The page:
Although there is general consensus that segmental and replacement fibrosis are the con sequence of the reparative processes following myocyte cell loss, the cause of interstitial fibrosis remains to be defined. The problem concerns whether this type of interstitial alteration occurs through activation of fibroblasts via humoral or mechanical factors in the absence of myocyte loss, or whether cell death is required for the stimulation of the growth response of the nonmyocyte compartment of the myocardium52,53). The observation that apoptosis is present in various pathologic states of the heart raises questions about the mechanism responsible for modification of the interstitium with accumulation of fibrillar collagen. Death of individual myocytes may be more common than generally believed, as with our results, and this phenomenon may stimulate discrete healing processes contributing to the expansion of the interstitium54). Myocytolytic necrosis and apoptosis may coexist not only in the development of segmental and replacement fibrosis, but also in the formation of interstitial fibrosis55,56). Importantly, programmed cell death is not restricted to myocytes and affects interstitial fibroblasts as well8,9,14). Fibroblast apoptosis may have a role as a possible mechanism for fibrosis in heart failure53). Finally, interstitial fibrosis reflects widening of the extracellular space with collagen deposition between groups of myocytes as a result of diffuse myocyte cell deaths in the wall7).
In summary, our results support the hypothesis that the loss of myocardial cells, including myocytes and interstitial cells in DCMP, may result from cell death by apoptosis rather than inflammation or cell necrosis. At present, although the contribution of apoptosis to progressive heart failure is unknown, it seems possible that this phenomenon plays a significant role; further investigation and therapeutic trials can be expected in the future.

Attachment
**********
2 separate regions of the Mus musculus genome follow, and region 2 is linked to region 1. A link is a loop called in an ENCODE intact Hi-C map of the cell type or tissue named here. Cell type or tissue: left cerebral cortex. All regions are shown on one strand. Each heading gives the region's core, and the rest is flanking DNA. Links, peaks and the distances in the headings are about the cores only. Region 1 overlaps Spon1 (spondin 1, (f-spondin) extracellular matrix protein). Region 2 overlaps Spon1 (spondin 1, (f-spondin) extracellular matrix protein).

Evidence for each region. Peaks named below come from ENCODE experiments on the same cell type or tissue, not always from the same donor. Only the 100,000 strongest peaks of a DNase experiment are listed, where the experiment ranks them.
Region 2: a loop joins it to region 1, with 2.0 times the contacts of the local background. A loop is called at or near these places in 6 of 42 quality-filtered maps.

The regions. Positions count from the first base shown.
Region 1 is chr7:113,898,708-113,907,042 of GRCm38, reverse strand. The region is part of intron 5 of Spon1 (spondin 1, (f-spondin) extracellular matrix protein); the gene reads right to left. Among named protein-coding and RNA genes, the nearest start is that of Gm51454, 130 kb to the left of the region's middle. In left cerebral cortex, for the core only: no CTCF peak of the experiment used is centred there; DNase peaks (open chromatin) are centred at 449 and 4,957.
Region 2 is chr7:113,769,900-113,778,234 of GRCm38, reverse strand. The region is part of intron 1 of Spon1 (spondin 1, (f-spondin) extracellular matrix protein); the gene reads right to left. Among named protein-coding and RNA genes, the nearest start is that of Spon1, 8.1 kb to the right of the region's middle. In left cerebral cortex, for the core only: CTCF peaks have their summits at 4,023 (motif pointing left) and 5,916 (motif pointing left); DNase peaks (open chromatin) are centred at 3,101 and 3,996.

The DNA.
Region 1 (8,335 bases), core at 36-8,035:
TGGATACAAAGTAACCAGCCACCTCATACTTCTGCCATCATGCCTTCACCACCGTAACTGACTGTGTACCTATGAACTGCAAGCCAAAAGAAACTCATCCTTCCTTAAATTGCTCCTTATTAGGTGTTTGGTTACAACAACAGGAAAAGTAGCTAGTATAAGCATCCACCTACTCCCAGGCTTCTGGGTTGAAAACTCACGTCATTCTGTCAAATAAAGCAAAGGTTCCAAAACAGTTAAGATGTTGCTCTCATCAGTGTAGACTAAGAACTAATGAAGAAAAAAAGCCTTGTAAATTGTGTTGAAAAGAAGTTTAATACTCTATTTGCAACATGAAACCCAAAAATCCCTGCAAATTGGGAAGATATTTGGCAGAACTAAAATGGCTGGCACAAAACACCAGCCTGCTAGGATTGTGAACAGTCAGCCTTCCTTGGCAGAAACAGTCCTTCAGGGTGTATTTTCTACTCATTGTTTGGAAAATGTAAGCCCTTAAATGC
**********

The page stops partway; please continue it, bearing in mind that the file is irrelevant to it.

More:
Figure 1.
Confocal laser micrograms of myocardium from a non-cardiac death (Panel A) and a patient with DCMP (Panel C, magnification ×1280). Compared with normal myocardium, transverse section of myocardium of DCMP reveal disarray and hypertrophic change of myocytes with interstitial fibrous septa. In panel B, a cross-section of myocardium from a non-cardiac death reveals no apoptosis. Extensive apoptosis (black nuclei) can be seen in myocyte and also observed in rare interstitial cells in panel D (TUNEL for apoptotic nuclei and methylene blue counterstaining, ×40).
kjim-15-1-56-10f1.gif
Figure 2.
Evidence of apoptosis in dilated cardiomyopathy. In panel A, a myocardial section from a patient with DCMP (Patient 6) shows hypertrophic changes of myocytes with vacuolization and interstitial fibrosis (H&E staining, × 20). There was no inflammatory cell infiltration. Extensive apoptosis can be seen in the myocyte, but apoptosis is rarely observed in the non-myocytes of interstitium and vascular endothelium in panel B (TUNEL for apoptotic nuclei and methylene blue counterstaining, ×40). In panel C, microscopic morphology of nucleus shows chromatin condensation (open arrow) and small clump of condensed chromatin (filled arrows) (TUNEL for apoptotic nuclei and methylene blue counterstaining, ×100). Confocal laser scanning micrography using a nucleus labeling with propidium iodide (Panel D). There are small, homogenous, condensed nuclei, suggestive of apoptosis (×1280, open arrow). In the same field, residual apoptotic bodies, appearing as small clumps of condensed chromatin, are evident (filled arrows). Immunohistochemical detection of caspase-3(CPP-32) (Panel E, ×40). The antibody for CPP-32 is detected with anti-mouse IgG conjugated with biotin and an avidin-alkaline phosphatase-substrate system in which positive cells are stained brown (filled arrows).
kjim-15-1-56-10f2.gif
Table 1.
Clinical and hemodynamic characteristics of the six DCMP patients before medical therapy endomyocardial biopsy
Patient No. Sex / Age(yr) LVEF (%) Mean PAP (mmHg) NYHA classification ECG rhythm Coronary angiographic finding
1 Male / 46 36 39 II Sinus Normal
2 Male / 51 29 35 III AF Minimal lesion
3 Male / 54 31 23 II Sinus Normal
4 Male / 39 29 28 III Sinus Normal
5 Male / 41 33 27 III AF Minimal lesion
6 Female / 46 25 41 II Sinus Normal

LVEF, left ventricular ejection fraction; PAP, pulmonary artery pressure; NYHA, New York Heart Association; AF, atrial fibrillation

Table 2.
Evidence of apoptosis in situ end-labeling
Patient No. Diagnosis No. of HPF Total No. of nuclei Apoptotic index (%)
1 DCMP n = 15 301 41 21.5 4.3
2 DCMP n = 15 278 36 22.1 7.8
3 DCMP n = 15 234 45 21.1 3.2
4 DCMP n = 15 245 28 18.3 2.5
5 DCMP n = 15 210 45 19.8 3.9
6 DCMP n = 15 289 55 25.4 5.6
1 Non-cardiac death n = 15 365 32 absence
2 Non-cardiac death n = 15 396 45 absence

HPF, high power fields (magnification 400).